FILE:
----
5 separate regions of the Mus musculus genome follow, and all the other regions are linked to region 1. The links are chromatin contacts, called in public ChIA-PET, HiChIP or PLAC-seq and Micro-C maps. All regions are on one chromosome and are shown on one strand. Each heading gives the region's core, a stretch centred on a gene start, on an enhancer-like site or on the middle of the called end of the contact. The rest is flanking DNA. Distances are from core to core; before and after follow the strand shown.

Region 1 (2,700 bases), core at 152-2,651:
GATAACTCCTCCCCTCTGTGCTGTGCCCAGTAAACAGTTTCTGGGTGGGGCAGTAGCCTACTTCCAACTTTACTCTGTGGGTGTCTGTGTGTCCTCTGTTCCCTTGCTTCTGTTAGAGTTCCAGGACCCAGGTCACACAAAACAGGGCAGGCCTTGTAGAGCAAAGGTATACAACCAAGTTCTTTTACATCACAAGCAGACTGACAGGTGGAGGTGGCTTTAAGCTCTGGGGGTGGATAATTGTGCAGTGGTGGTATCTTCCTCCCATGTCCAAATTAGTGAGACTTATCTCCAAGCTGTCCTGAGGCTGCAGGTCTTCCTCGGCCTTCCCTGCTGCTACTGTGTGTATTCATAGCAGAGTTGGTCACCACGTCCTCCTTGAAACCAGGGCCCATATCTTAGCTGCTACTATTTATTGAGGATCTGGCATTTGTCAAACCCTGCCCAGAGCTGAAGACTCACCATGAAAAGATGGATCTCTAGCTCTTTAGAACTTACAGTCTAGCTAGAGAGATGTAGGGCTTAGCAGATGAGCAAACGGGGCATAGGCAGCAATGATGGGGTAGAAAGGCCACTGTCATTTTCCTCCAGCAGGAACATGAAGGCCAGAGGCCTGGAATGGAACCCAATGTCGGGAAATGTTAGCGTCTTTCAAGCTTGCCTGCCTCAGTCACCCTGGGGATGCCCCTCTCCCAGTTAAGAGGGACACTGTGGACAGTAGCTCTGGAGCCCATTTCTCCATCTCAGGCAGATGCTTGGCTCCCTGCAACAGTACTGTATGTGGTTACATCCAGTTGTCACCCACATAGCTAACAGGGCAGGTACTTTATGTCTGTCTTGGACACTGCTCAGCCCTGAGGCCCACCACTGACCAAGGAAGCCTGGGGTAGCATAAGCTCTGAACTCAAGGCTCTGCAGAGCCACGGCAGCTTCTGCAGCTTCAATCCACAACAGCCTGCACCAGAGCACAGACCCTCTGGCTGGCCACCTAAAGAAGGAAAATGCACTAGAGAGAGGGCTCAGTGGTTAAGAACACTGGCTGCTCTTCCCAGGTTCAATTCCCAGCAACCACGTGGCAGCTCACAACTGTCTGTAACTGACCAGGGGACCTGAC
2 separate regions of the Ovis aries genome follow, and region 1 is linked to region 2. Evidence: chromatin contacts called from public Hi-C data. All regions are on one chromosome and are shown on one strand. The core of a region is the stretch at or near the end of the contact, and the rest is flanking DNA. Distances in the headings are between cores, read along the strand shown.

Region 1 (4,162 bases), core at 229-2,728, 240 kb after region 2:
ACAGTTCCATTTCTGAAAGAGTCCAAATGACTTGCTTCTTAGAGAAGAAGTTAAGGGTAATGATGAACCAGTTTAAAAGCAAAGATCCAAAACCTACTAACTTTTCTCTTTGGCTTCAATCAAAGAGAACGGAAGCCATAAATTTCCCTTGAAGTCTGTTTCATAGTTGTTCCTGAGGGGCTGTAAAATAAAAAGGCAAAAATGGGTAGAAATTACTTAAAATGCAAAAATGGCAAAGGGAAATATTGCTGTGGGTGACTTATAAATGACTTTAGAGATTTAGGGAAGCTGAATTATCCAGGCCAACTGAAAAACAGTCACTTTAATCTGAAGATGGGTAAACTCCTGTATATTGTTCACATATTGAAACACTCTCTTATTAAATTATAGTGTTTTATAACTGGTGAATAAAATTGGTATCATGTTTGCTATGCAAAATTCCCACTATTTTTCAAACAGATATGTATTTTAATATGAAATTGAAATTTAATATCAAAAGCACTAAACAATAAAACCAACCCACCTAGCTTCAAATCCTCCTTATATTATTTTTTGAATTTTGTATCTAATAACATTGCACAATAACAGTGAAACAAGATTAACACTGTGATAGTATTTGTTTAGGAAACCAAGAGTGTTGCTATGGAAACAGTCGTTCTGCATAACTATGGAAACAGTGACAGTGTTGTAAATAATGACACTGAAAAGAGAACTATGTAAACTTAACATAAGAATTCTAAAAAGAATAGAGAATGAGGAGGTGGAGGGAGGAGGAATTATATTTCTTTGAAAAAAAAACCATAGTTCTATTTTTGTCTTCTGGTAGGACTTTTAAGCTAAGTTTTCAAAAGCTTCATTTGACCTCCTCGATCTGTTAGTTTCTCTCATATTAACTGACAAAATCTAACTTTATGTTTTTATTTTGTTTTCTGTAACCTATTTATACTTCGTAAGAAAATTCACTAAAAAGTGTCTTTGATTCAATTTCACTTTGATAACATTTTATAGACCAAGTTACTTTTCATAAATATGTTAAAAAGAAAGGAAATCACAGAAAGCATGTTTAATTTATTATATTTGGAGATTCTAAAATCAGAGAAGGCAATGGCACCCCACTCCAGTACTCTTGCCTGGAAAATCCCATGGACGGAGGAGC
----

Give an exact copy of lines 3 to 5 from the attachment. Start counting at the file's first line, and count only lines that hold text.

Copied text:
GATAACTCCTCCCCTCTGTGCTGTGCCCAGTAAACAGTTTCTGGGTGGGGCAGTAGCCTACTTCCAACTTTACTCTGTGGGTGTCTGTGTGTCCTCTGTTCCCTTGCTTCTGTTAGAGTTCCAGGACCCAGGTCACACAAAACAGGGCAGGCCTTGTAGAGCAAAGGTATACAACCAAGTTCTTTTACATCACAAGCAGACTGACAGGTGGAGGTGGCTTTAAGCTCTGGGGGTGGATAATTGTGCAGTGGTGGTATCTTCCTCCCATGTCCAAATTAGTGAGACTTATCTCCAAGCTGTCCTGAGGCTGCAGGTCTTCCTCGGCCTTCCCTGCTGCTACTGTGTGTATTCATAGCAGAGTTGGTCACCACGTCCTCCTTGAAACCAGGGCCCATATCTTAGCTGCTACTATTTATTGAGGATCTGGCATTTGTCAAACCCTGCCCAGAGCTGAAGACTCACCATGAAAAGATGGATCTCTAGCTCTTTAGAACTTACAGTCTAGCTAGAGAGATGTAGGGCTTAGCAGATGAGCAAACGGGGCATAGGCAGCAATGATGGGGTAGAAAGGCCACTGTCATTTTCCTCCAGCAGGAACATGAAGGCCAGAGGCCTGGAATGGAACCCAATGTCGGGAAATGTTAGCGTCTTTCAAGCTTGCCTGCCTCAGTCACCCTGGGGATGCCCCTCTCCCAGTTAAGAGGGACACTGTGGACAGTAGCTCTGGAGCCCATTTCTCCATCTCAGGCAGATGCTTGGCTCCCTGCAACAGTACTGTATGTGGTTACATCCAGTTGTCACCCACATAGCTAACAGGGCAGGTACTTTATGTCTGTCTTGGACACTGCTCAGCCCTGAGGCCCACCACTGACCAAGGAAGCCTGGGGTAGCATAAGCTCTGAACTCAAGGCTCTGCAGAGCCACGGCAGCTTCTGCAGCTTCAATCCACAACAGCCTGCACCAGAGCACAGACCCTCTGGCTGGCCACCTAAAGAAGGAAAATGCACTAGAGAGAGGGCTCAGTGGTTAAGAACACTGGCTGCTCTTCCCAGGTTCAATTCCCAGCAACCACGTGGCAGCTCACAACTGTCTGTAACTGACCAGGGGACCTGAC
2 separate regions of the Ovis aries genome follow, and region 1 is linked to region 2. Evidence: chromatin contacts called from public Hi-C data. All regions are on one chromosome and are shown on one strand. The core of a region is the stretch at or near the end of the contact, and the rest is flanking DNA. Distances in the headings are between cores, read along the strand shown.

Region 1 (4,162 bases), core at 229-2,728, 240 kb after region 2: